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Hypoxic brain injury post cardiac arrest

Hi,

I'm wondering if anyone has experienced themselves or with a family member a situation simmilar to mine where the consultants who treat my father at ITU and us as a the next of kin of my father cannot agree on withdrawal of life support. What are the next steps? They say 'ultimately the decision is theirs'

Here is an overview of what happened.

My dad (59 years) had a cardiac arrest at home. My partner performed CPR and once the amublance he regained a pulse after continued CPR and the use of a defibrillator (noted 30mins down time) he was taken into ITU where everything was regulated and he was at this time heavily sedated. He has been having myclonic seizures and they have now managed to control them with anti epileptic drugs. Until then they kept him sedated (for 16days) to control the seizures. We are 9 days off sedation now and he is has gone from no movments at all to a vegatative state, with eyes opening more and more slowley and his pupils now moving and small movements from his body although these are involuntary movements the doctors are saying. EEG scans show a poor outcome however a MRI does not show any brain damage. They are saying that he has hypoxic brain damage and that leads to very poor prognosis

We have had 3 meets with the consultants and they are all saying that the quality of life will be very poor and he will stay like this forever. I feel as if they are trying to pressure us to make a decision straight away and we have seen in the 9 days small changes from not waking to being in the vegatative state he is now. They keep saying the decision is ultimately theirs and they are trying to negotiate time. Has anyone been in a simmilar situation and does anyone know at what point will our wishes no longer be considered. It's been 24 days today in total he has been in ITU. 9days off sedation.

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I experienced surviving cardiac arrest with a brain injury and am considered high functioning. So I had a much better prognosis than your Dad. Here are a few things you may want to consider (It has been about 4 and a half years since my event) - 1. My quality of life is about 40% of what I once had. 2. Life for everyone around me as well as myself is a huge challenge to deal with. 3. I would have rather died than to experience life like this. 4. Are you prepared to live under a constant state of worry and seeing your loved one suffering in this very diminished quality of life?

One of the reasons I say I would rather have died is I had a near death experience that was so wonderfully peaceful and loving that I did not want to come back.

I wish you well in your decisions.

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Thankyou

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My fiancé lost oxygen as well and had suffered anoxic brain injury and they were willing to pull the plug on 2-3 days after stating the same bs. Please check out my page. There has been much progress since and although I am not sure when or if he will ever finally wake up he went from nothing to now moving his feet, legs, yawning, opening his eyes to his name, crying etc. The brain is the most sensitive organ it needs time I firmly believe for healing. There have been hundreds of people with the same injury who have lost oxygen longer or shorter but have made it. Dont lose hope. I know its hard. Much luck and prayers xx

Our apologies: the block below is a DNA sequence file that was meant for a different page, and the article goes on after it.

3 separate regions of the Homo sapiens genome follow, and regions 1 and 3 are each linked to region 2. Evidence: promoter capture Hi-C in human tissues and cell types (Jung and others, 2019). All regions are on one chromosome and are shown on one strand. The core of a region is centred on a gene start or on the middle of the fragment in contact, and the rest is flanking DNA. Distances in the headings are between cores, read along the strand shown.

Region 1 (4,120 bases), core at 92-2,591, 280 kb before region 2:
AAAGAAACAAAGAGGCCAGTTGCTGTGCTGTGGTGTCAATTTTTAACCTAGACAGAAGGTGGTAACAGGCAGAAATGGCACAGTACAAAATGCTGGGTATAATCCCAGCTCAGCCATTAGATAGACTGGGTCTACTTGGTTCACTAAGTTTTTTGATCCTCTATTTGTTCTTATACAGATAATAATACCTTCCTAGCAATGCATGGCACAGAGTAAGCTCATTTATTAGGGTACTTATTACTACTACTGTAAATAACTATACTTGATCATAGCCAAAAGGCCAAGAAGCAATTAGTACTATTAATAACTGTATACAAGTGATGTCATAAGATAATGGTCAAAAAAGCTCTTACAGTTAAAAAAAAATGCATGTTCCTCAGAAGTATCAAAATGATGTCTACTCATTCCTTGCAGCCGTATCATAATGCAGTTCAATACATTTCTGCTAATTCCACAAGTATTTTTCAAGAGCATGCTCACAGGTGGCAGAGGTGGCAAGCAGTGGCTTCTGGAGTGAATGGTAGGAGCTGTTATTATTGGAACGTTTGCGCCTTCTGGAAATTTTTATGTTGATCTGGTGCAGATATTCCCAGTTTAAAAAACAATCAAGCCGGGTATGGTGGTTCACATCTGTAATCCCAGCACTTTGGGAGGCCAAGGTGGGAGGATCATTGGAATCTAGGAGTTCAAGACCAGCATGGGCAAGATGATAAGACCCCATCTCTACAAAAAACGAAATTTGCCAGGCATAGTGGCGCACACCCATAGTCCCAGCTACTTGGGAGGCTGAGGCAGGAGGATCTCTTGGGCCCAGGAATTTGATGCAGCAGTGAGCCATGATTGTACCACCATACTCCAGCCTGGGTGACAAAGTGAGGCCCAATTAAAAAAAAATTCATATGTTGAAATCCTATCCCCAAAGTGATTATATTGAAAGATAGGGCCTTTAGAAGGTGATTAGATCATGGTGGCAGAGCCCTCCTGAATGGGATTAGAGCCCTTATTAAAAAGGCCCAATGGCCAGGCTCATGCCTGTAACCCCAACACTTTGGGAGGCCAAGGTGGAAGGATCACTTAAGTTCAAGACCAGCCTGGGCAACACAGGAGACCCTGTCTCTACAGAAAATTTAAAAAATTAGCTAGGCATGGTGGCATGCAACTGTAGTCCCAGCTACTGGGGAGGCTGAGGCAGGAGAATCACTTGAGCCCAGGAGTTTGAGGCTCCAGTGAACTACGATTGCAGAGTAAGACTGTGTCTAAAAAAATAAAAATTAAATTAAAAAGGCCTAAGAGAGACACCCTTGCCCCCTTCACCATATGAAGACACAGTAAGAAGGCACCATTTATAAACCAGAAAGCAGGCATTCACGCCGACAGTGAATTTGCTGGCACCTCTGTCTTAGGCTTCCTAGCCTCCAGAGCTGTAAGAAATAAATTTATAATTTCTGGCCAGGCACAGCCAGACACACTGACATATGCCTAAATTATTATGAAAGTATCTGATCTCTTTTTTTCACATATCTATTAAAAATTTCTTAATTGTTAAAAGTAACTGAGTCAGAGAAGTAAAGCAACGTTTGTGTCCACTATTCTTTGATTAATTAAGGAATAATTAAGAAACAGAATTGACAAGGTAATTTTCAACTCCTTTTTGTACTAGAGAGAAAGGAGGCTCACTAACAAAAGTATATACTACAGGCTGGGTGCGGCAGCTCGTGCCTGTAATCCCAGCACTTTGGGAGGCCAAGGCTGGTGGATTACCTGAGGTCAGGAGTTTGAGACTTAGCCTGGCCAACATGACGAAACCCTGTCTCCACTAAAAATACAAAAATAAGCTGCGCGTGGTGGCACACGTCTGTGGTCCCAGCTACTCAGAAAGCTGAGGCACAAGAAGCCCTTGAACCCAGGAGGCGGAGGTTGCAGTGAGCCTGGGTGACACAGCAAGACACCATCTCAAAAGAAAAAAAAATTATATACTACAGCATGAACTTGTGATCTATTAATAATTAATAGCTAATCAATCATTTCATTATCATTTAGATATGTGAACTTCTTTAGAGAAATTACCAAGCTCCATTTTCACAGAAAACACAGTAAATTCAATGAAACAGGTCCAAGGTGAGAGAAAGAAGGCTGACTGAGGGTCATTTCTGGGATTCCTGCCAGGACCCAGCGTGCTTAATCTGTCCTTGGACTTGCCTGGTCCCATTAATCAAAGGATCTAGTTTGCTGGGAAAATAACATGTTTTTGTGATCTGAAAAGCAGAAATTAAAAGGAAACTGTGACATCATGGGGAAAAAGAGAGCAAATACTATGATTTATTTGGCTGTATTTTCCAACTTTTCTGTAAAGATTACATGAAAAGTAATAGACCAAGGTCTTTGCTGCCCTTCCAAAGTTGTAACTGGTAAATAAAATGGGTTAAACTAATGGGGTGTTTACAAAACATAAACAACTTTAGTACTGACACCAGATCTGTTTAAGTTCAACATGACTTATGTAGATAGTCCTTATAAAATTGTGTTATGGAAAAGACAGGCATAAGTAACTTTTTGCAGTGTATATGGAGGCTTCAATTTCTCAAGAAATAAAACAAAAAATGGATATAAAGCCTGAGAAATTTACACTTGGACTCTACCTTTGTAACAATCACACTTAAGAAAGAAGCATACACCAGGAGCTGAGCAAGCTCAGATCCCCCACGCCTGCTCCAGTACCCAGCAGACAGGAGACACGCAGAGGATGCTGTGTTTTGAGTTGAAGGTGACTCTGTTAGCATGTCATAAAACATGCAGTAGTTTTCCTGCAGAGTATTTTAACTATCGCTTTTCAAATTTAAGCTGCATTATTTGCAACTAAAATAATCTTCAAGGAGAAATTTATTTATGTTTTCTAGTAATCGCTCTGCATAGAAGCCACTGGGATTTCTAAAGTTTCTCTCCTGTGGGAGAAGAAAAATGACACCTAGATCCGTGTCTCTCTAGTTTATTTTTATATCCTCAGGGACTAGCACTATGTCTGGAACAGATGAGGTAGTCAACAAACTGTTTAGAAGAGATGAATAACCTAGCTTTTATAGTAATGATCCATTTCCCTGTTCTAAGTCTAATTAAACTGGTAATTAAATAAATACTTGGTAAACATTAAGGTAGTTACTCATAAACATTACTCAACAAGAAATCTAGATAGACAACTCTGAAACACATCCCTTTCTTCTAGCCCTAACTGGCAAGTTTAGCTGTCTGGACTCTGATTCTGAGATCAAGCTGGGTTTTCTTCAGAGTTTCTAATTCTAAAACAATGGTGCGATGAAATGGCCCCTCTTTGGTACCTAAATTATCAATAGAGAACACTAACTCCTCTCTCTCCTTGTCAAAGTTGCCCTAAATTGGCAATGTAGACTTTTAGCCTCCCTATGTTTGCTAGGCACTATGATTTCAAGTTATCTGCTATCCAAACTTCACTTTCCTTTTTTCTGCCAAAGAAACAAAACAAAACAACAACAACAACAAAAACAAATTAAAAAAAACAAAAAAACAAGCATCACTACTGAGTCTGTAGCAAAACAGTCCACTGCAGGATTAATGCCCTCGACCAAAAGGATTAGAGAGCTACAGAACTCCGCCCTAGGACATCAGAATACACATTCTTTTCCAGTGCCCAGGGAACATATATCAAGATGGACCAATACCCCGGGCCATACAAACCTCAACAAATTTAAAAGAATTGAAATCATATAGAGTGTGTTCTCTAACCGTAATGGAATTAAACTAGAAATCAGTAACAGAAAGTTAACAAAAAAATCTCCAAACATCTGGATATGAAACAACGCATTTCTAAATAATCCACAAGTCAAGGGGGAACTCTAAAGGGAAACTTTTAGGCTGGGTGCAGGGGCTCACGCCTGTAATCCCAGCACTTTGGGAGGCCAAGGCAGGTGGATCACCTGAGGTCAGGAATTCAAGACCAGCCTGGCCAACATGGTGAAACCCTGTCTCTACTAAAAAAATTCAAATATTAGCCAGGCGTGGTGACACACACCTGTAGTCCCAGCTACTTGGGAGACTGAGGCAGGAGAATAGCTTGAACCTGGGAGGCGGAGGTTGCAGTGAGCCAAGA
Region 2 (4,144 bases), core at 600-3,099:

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there are no rules and it is all by discussion with the doctors. Occassionally the legal profession get involved I believe

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Similar. My Dad had been in ITU for one month, and he wound up on a medical cocktail. When they partially withdrew them to test regaining consciousness it worsened his condition. They could see no good outcome and we agreed to withdrawing support and sat with him and Mum as he slipped away. Have never felt remorseful and still have faith in extreme care aspect of NHS. That’s just our family experience. Best wishes

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Thankyou Bards

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My husband is in a similar scenerio and drs are moving him to an LTAC. Why do your dads drs want to pull life support so early? How is he physically? My husband is 41 days post op, was 14 days induced coma, 27 days since coma drugs stopped. He is vegetative state per neurology though our family gets occasional responses and i see new movements or responses every visit. They are saying with anoxic injuries to give 3 months for brain to heal at least.

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Hi Angelia, thanks for your message. It's refreshing to hear that he is being given a chance. It's now 8 weeks on and dad has gone from an induced coma to a vegatative state. I can see the ITU consultants loosing patients as everything is working and the only thing keeping him in intensive care is the breathing tube. 95% of the breathing is done by my dad but he does need the occasional push from the Ventalator and as my dad is a big guy, they don't feel comfortable removing the Ventalator tube just yet. They are also saying he has not yet recovered enough to consider a traceostmoy (breathing tube on his neck).

We see changes everyday and he now opens and closes his eyes daily to sound. What's LTAC?

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Long term acute care hospital. I see new things with my husband at every visit, smile at a joke or an i love you, a nod to a question, pulling his iv out, or yesterday i kissed his head and he puckered. Of course the drs dont get response so its not real. Very frustrating. Its a roller coaster of emotion.

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